Statement for the Record on the EARN IT Act Hearing (3-11-2020)

March 10, 2020

To view PDF version click here: AIUSA Statement for the Record on the March 11th Hearing on the EARN IT Act


March 10, 2020

Sen. Lindsay Graham, Chairman

Sen. Dianne Feinstein, Ranking Member

Senate Judiciary Committee

Dirksen Senate Office Building 226

Washington DC 20515


Re: March 11 Hearing on the EARN IT Act


Dear Chairman Graham, Ranking Member Feinstein, and Members of the Committee:

On behalf of Amnesty International (“Amnesty”), we submit this statement to express our serious concerns with the negative impact that the EARN IT Act will have on the rights to privacy and freedom of expression. While Amnesty fully supports responsible efforts to address the problem of child exploitation online, we are concerned that the EARN IT Act would lead to an encryption “backdoor,” which would in turn increase the risks that all Americans face online.


  1. Why Encryption Is Critical for Human Rights

Encryption is an essential means of protecting all our personal information. While there are different kinds of encryption, they all aim to achieve the same thing: to ensure that information can only be accessed by its owner or its intended recipient.

States have obligations under international law to respect, protect and fulfil the right to privacy. In the digital age, these obligations mean that states should ensure the security of online communications, including by raising awareness of internet security issues, encouraging the identification and repair of security weaknesses in computer networks and systems, and facilitating the use of encryption tools and services.

The threats to our private data are real and growing. Millions of Americans have had their data stolen, including as the result of large data breaches of companies and government agencies. Such data thefts are a threat to security and privacy. For instance, the five largest data breaches of 2019 resulted in 540.3 million records compromised, including personal usernames, email addresses and passwords.[1]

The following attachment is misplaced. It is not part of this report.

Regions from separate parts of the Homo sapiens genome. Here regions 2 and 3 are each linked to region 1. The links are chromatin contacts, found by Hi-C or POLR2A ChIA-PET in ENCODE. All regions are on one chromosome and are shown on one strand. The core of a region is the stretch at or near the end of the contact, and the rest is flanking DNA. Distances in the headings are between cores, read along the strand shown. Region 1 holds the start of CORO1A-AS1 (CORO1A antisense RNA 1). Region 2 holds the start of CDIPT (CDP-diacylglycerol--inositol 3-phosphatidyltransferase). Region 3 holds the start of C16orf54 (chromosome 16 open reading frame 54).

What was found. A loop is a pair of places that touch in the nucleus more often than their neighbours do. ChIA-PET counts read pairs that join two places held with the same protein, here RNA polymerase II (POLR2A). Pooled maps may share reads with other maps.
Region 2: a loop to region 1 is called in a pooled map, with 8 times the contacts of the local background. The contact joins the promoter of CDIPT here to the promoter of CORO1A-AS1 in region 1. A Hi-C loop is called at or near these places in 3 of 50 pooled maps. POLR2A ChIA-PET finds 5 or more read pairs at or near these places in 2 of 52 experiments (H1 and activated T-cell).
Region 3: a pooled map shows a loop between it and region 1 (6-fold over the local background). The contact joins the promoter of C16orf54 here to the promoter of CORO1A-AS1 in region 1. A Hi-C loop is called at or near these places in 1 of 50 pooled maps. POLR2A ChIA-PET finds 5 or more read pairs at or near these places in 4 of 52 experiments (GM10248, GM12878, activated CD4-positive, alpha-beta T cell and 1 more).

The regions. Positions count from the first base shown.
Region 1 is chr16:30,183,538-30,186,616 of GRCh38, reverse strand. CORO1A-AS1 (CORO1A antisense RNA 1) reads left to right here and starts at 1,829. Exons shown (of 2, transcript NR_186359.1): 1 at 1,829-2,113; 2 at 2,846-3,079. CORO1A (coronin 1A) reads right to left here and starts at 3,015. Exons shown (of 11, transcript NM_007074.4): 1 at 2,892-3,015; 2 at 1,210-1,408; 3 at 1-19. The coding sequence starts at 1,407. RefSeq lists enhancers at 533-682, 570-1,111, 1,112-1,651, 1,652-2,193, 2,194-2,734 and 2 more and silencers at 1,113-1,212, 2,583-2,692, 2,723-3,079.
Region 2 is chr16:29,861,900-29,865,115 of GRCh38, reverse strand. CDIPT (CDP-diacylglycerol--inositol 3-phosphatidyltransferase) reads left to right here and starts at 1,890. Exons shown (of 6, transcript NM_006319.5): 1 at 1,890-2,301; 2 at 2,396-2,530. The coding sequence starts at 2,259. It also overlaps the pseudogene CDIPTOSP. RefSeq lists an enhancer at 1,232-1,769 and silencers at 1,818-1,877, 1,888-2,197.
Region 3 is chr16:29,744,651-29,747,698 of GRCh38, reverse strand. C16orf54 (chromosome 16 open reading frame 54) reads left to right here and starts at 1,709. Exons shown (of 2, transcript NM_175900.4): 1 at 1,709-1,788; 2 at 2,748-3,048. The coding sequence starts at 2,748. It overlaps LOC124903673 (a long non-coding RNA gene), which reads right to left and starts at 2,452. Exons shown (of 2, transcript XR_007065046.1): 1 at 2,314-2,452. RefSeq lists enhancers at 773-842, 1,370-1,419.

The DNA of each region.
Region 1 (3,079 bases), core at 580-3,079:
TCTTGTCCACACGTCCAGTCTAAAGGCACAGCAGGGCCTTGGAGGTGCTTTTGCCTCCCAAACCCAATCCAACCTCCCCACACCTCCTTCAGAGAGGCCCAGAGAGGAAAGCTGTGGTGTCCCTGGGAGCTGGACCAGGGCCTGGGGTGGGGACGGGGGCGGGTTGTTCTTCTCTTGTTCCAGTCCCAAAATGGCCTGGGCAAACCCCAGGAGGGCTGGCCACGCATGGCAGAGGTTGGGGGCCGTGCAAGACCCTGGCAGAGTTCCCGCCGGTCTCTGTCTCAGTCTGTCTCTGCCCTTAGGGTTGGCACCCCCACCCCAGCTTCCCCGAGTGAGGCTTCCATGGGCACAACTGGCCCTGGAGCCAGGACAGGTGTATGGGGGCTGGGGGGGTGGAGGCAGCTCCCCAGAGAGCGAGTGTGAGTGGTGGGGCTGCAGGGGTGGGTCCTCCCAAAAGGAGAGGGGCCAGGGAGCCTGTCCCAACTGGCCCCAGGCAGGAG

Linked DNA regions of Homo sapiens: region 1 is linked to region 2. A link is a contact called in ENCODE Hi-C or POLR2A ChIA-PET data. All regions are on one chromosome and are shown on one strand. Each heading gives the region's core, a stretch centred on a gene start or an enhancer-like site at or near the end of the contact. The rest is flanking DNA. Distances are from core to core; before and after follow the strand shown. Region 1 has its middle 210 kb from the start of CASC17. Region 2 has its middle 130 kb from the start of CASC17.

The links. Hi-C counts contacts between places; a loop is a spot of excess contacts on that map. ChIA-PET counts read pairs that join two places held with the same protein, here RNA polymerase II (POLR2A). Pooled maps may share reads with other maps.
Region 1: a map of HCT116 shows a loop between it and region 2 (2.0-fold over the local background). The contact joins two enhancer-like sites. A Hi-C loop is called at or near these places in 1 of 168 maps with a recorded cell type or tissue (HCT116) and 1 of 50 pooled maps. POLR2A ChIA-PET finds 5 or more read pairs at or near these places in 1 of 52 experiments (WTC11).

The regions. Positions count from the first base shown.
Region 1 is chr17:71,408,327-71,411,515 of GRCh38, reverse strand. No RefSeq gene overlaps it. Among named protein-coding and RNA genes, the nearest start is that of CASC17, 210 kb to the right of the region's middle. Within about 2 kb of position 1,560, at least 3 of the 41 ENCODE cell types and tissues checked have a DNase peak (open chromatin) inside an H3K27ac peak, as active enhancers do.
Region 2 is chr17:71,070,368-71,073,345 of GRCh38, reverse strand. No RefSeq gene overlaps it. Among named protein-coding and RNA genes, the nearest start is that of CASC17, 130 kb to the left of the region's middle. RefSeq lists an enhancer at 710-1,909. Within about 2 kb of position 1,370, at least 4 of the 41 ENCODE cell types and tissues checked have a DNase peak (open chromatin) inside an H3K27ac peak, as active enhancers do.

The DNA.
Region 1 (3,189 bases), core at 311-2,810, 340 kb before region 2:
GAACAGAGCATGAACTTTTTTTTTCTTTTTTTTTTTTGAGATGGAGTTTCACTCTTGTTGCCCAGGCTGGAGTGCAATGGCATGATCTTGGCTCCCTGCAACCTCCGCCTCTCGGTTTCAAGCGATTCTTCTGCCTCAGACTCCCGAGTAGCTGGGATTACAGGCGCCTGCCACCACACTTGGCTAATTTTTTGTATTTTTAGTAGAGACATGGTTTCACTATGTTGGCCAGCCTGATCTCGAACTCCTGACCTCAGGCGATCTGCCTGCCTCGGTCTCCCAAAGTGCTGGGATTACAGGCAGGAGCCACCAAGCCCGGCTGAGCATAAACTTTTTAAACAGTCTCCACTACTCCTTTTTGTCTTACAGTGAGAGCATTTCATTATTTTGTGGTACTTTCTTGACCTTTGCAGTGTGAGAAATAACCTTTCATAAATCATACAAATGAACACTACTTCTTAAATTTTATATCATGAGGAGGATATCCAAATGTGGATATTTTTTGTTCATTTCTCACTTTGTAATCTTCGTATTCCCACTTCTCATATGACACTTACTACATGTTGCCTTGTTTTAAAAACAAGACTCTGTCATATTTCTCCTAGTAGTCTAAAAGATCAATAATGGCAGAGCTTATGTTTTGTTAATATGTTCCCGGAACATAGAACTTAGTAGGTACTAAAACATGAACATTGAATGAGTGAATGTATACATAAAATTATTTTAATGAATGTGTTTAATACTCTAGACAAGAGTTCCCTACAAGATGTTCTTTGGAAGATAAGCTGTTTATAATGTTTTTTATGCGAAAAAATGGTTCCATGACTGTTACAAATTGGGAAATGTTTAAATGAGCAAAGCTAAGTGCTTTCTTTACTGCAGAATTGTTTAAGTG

As the Committee well knows, these attacks are not solely the work of non-state actors. Often other nation states are responsible. For instance, in December 2018 the U.S. Justice Department indicted two individuals associated with the Chinese Ministry of State Security for waging a decade-long “intrusion campaign” against U.S. Government agencies as well as more than 45 American technology companies.[2]

At the same time, the actions of the U.S. government have increasingly threatened and violated our right to privacy, through unjustified surveillance. For years, mass surveillance programs operated by intelligence agencies in the U.S. have operated in the shadows and spied on the telephone and internet communications of hundreds of millions of people around the world.

In addition, technology for targeted electronic surveillance has become widely available and affordable. In recent years evidence has surfaced of surveillance technology being used against human rights defenders in countries such as Bahrain, the United Arab Emirates and Mexico.[3]

In the digital age, access to and use of encryption is an essential component of the right to privacy. Encryption allows people to share their opinions with others without fear of reprisals.  It also allows people to access information and to organize, even under repressive regimes. Strong encryption is an essential component of the rights to freedom of expression, information, opinion, and peaceful assembly.[4] Encryption is a particularly critical tool for human rights defenders, activists and journalists, all of whom rely on it with increasing frequency to protect their security and that of others against unlawful surveillance.[5] According to Zeid Ra’ad Al Hussein, the former UN High Commissioner for Human Rights: “It is neither fanciful nor an exaggeration to say that, without encryption tools, lives may be endangered. In the worst cases, a government’s ability to break into its citizens’ phones may lead to the persecution of individuals who are simply exercising their fundamental human rights.”[6]


  1. The Impact of the EARN IT Act on Encryption

The EARN IT Act mandates the creation of a National Commission on Online Child Exploitation Prevention (the “Commission”). According to the Act, “The purpose of the Commission is to develop recommended best practices for providers of interactive computer services regarding the prevention of online child exploitation conduct.”[7]